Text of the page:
But when you realize that every piece of art reflects the worldview of the artist, as I believe Francis Schaeffer noted, you must conclude that the opinion of artists about that time concerning the war will color every form of art, including film, created during that time.

Suffice it to say, Casablanca firmly plants its feet not in the camp of the Allies or the Axis, but in the camp of Good as opposed to the camp of Evil. It is decidedly apolitical in a context and narrative backdrop where contemporary politics is pervasive.

To say this may sound strange, considering that in this case, Good is clearly personified by the Allies and Evil by the Axis, particularly the Nazis.

But when I say that Casablanca is apolitical, I only mean that it would make no difference whether the Allies or the Nazis won the War, either within the realm of fiction or in reality. What matters is that one side was Good and the other side was Evil, and the identity of both is obvious.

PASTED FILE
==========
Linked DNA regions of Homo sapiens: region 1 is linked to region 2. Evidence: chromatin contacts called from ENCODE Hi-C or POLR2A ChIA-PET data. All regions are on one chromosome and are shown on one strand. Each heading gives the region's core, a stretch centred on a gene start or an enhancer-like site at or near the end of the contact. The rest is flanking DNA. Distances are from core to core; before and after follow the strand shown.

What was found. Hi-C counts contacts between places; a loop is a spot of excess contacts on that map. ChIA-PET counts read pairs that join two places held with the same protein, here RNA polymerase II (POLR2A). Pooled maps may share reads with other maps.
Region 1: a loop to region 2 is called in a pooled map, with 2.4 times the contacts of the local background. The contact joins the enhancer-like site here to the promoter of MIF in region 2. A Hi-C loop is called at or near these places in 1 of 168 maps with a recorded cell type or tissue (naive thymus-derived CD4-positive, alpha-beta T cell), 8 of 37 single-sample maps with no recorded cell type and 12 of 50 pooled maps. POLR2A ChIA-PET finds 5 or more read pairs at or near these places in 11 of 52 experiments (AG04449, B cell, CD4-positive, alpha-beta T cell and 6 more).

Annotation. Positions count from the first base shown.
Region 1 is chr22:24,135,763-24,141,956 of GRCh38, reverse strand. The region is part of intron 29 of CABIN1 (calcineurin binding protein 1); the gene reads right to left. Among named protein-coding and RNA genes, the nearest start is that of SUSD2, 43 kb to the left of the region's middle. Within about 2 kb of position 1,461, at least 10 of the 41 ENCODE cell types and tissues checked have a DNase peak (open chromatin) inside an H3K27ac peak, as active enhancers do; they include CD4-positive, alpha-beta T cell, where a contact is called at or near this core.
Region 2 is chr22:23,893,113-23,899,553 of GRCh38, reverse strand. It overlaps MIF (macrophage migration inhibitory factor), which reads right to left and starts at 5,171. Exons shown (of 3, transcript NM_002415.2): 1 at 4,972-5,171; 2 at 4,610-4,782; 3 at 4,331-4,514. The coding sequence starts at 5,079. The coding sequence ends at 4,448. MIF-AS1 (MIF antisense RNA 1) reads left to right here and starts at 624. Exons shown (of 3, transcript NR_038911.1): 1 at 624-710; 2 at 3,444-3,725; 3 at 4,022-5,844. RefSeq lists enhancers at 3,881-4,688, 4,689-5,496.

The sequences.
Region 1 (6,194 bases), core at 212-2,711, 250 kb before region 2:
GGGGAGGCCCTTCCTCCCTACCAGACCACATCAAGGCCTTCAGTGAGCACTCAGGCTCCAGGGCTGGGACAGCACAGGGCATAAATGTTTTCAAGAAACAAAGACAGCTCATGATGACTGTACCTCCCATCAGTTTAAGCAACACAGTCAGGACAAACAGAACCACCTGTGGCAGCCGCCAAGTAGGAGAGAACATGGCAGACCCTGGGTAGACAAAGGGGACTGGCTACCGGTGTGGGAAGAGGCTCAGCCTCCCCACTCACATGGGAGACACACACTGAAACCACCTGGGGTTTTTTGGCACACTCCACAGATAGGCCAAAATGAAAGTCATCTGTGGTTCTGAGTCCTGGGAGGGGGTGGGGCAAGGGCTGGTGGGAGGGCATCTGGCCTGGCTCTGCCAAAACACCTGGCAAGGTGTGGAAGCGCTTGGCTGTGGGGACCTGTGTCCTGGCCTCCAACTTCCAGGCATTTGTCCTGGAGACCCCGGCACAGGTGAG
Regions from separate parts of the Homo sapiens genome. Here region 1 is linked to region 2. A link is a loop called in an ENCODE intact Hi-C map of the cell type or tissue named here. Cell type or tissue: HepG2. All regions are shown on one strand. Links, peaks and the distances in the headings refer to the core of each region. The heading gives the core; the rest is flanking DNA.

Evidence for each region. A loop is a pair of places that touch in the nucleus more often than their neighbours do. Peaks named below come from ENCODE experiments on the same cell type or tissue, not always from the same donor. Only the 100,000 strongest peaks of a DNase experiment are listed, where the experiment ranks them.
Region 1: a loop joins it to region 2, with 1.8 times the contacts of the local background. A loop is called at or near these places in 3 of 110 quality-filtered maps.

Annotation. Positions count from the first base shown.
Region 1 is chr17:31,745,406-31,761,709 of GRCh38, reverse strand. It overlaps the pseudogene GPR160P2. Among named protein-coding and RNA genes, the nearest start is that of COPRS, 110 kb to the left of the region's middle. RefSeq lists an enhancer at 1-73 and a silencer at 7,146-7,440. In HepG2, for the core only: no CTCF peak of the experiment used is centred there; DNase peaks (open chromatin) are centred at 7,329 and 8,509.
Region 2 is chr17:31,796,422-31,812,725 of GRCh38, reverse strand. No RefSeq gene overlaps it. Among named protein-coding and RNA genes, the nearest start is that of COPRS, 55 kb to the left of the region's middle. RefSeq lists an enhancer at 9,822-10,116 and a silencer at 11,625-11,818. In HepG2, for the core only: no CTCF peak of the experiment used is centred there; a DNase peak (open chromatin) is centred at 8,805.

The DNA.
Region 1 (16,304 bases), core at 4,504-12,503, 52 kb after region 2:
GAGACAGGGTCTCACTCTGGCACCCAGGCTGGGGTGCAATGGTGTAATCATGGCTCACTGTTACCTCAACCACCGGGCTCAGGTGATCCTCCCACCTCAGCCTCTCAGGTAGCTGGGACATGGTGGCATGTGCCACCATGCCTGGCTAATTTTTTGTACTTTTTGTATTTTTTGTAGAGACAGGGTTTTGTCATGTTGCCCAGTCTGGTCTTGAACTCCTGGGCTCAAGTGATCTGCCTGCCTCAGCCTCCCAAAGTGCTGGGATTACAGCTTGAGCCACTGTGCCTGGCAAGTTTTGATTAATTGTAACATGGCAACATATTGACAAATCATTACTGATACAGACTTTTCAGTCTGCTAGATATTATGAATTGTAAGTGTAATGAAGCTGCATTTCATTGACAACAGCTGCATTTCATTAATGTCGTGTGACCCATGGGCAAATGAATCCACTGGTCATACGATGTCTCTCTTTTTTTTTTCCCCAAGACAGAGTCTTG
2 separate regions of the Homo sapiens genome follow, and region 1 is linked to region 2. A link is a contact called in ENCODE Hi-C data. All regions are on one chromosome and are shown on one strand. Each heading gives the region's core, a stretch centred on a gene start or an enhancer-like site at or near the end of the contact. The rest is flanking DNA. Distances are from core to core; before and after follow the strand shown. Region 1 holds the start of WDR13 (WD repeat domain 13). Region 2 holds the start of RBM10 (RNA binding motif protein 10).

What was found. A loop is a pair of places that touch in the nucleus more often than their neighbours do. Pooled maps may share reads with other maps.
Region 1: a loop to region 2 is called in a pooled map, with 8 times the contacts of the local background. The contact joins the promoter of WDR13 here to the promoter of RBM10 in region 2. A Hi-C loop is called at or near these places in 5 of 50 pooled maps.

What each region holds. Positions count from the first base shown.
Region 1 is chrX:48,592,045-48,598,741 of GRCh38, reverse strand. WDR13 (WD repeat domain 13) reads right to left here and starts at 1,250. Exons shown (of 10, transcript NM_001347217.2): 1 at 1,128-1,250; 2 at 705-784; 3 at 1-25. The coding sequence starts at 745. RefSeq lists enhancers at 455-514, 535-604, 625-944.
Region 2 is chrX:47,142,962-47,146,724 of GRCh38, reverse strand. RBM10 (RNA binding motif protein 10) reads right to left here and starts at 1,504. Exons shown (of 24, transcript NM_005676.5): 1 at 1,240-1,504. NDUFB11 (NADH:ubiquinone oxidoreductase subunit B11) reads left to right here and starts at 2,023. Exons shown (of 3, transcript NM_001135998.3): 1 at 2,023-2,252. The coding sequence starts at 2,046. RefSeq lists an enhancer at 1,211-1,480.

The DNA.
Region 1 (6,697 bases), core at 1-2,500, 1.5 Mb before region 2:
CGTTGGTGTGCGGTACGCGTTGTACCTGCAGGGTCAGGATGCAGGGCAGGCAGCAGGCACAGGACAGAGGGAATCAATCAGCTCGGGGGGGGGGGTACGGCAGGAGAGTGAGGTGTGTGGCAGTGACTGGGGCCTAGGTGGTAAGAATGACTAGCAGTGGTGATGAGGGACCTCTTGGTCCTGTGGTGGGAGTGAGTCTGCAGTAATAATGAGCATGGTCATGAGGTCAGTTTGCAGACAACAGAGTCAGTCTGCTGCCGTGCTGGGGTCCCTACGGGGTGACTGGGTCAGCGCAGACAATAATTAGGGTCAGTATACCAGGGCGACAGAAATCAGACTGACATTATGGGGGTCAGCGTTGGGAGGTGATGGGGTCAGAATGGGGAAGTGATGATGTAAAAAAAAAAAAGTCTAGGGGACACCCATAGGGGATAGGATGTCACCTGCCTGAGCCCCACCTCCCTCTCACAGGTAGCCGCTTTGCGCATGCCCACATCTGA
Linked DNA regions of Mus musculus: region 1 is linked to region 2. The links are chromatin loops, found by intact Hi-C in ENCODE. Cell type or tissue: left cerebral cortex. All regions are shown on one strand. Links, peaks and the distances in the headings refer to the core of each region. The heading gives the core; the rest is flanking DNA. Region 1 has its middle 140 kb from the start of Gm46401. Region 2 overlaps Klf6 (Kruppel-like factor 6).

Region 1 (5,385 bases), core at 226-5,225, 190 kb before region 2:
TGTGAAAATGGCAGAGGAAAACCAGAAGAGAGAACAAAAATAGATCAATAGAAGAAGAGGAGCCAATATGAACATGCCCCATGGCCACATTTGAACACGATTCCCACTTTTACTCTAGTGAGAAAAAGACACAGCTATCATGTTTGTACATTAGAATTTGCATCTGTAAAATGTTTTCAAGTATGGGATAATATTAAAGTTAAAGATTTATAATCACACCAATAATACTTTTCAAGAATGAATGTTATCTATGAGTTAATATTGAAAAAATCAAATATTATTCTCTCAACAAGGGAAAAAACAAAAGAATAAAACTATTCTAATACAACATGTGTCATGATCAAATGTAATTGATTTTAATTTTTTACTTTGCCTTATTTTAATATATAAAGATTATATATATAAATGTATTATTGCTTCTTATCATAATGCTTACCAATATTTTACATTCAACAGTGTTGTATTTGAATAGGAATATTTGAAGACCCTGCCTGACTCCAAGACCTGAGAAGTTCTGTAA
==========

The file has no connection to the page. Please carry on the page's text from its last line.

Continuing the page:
Rick, the protagonist played by Humphrey Bogart, emphatically cracks down on “politics” in his bar. But he unreservedly sacrifices his own personal happiness to make sure his former lover and her husband, an anti-Nazi journalist, can escape to safety.

Later, his reward is to join the fight against the Nazis on the side of the Free French, along with the lovably corrupt Captain Louis Renault (Claude Rains), who turns over a new leaf in the final minutes of the film.

Columnist Mark Tooley wrote in a 2010 piece in The American Spectator about the differences between Old Hollywood and New Hollywood. According to Tooley, “Old Hollywood privately misbehaved but publicly was glamorous and classy. New Hollywood is proudly trashy.”